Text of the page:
Higher-End Homes Selling Again
Sales of existing homes beat expectations in November, with Realtors reporting a surprisingly modest effect in the Northeast from Superstorm Sandy. An even bigger surprise was a huge gain in activity among higher-end homes. Sales of homes priced above $750,000 jumped 50 percent from a year ago, as sales of the lowest-end homes (largely distressed) fell 4 percent, according to the National Association of Realtors.
The change in the mix of homes selling pushed the median home price nationally (median defined as half selling higher and half selling lower) to $180,600, a 10.1 percent increase from November of 2011. This is a far higher jump than other so-called "repeat" sales indices have shown, because a median measure does not compare the sale prices of homes selling now to similar homes selling a year ago, but the median of all sale prices nationally, which is skewed to which types of homes are selling. Still, the shift to more activity in higher price ranges is important.
(Read More: The Top Towns For Sales of $10 Million Homes)
"An increase in the median price has a direct effect on the economy and economic growth," noted the Realtors' chief economist Lawrence Yun. That is because more income is generated in the sale of a higher-priced homes. Realtors get larger commissions, mortgage lenders charge higher fees, interest payments on mortgages are higher; even secondary expenditures like lawn care and home improvements are higher on a higher-priced home, either due to its size or the income and spending ability of its buyer.
The shift in the mix is due to more owner-occupants buying move up homes, and fewer investors buying distressed properties. Some claim wealthier buyers are selling fast now so they don't get hit with higher capital gains taxes, a possible result of so-called "fiscal cliff" negotiations, but the likely driver of these sales is more simple: Improvement in the overall housing market, the economy and consumer sentiment.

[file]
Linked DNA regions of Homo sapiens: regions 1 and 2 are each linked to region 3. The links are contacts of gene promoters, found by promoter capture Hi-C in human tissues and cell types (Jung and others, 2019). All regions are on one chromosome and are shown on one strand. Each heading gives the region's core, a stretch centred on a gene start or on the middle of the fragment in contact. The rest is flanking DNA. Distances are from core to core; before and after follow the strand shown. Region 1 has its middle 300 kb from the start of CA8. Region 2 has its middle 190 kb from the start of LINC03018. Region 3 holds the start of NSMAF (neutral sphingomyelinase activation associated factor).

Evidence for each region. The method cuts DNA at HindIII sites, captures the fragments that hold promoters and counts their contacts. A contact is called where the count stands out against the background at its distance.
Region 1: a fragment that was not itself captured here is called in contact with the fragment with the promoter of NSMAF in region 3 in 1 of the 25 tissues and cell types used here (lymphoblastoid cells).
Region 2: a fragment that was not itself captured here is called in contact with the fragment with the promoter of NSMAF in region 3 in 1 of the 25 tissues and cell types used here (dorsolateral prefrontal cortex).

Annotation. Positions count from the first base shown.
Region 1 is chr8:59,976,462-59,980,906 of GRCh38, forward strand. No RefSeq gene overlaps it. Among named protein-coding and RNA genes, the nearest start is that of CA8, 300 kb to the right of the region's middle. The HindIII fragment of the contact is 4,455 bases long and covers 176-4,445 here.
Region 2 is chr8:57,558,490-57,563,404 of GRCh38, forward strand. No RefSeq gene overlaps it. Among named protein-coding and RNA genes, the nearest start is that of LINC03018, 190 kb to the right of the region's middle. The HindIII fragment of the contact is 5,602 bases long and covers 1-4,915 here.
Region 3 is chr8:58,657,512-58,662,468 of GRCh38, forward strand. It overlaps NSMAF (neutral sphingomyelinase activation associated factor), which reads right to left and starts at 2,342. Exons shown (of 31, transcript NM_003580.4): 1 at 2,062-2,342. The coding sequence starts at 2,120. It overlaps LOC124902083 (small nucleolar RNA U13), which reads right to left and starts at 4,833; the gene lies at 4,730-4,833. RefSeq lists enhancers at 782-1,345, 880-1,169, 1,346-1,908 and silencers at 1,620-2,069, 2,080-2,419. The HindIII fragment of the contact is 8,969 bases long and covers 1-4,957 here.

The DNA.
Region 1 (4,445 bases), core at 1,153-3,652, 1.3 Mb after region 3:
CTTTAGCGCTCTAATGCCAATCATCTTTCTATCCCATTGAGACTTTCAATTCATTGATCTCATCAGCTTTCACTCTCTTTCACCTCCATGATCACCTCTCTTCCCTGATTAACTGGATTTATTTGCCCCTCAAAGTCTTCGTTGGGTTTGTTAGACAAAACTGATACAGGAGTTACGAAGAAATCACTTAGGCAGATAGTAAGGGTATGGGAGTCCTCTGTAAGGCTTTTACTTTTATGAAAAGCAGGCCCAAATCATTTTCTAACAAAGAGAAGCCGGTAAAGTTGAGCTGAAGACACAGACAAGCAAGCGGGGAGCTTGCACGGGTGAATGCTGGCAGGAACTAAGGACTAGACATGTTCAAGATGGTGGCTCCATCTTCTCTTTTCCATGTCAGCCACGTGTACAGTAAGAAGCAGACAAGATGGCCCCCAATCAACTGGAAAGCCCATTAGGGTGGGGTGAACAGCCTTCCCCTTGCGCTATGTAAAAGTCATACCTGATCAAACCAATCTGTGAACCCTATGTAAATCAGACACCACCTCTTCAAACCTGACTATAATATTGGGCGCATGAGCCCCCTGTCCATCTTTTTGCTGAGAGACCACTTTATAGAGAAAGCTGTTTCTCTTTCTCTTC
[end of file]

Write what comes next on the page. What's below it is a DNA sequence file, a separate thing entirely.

(Read More: McMansions Return: Big Houses Are Coming Back)
"While there's still a risk that the fiscal cliff will derail the housing recovery, the balance between supply and demand suggests that, if anything, the risks around our forecast of a 5 percent increase in house prices next year are on the upside," notes Paul Diggle of Capital Economics.
The shift in the sales mix is also largely due to a drop in the number of distressed homes for sale. Foreclosures and short sales made up just 22 percent of home sales in November, according to the Realtors, the lowest share in five years. Much of that is due to a lack of supply on the distressed side, as investors continue to compete for these properties to take advantage of the still-lucrative rental market.
The Realtors claim the distressed share of sales will continue to decline in 2013, due to fewer seriously delinquent loans, but banks are now ramping up foreclosures of long-delayed delinquent loans, so there could be another bump in that supply before it finally falls dramatically. Bank repossessionsjumped 11 percent month-to-month in November and saw the first annual increase since 2010, according to RealtyTrac.
Overall, the supply of all homes nationally is at its lowest level in 7 years,, just 4.8 months' worth at the current sales pace.
(Read More: Best US HousingMarkets for Buyers and Sellers)
"With the homebuyer affordability index near multi-decade highs combined with decent job creation at the same time renting has gotten more expensive -- all lead to a continued improvement in sales," writes Peter Boockvar of Miller Tabak. "This said, sales are still 30 percent below the bubble highs and are still where they were in 1998, both pointing to the degree of possible improvement ahead but also evidence of the damage that was done where historically the pace of recovery takes time."
—By CNBC's Diana Olick; Follow her on Twitter @Diana_Olick or on Facebook at facebook.com/DianaOlickCNBC
Questions? Comments? RealtyCheck@cnbc.com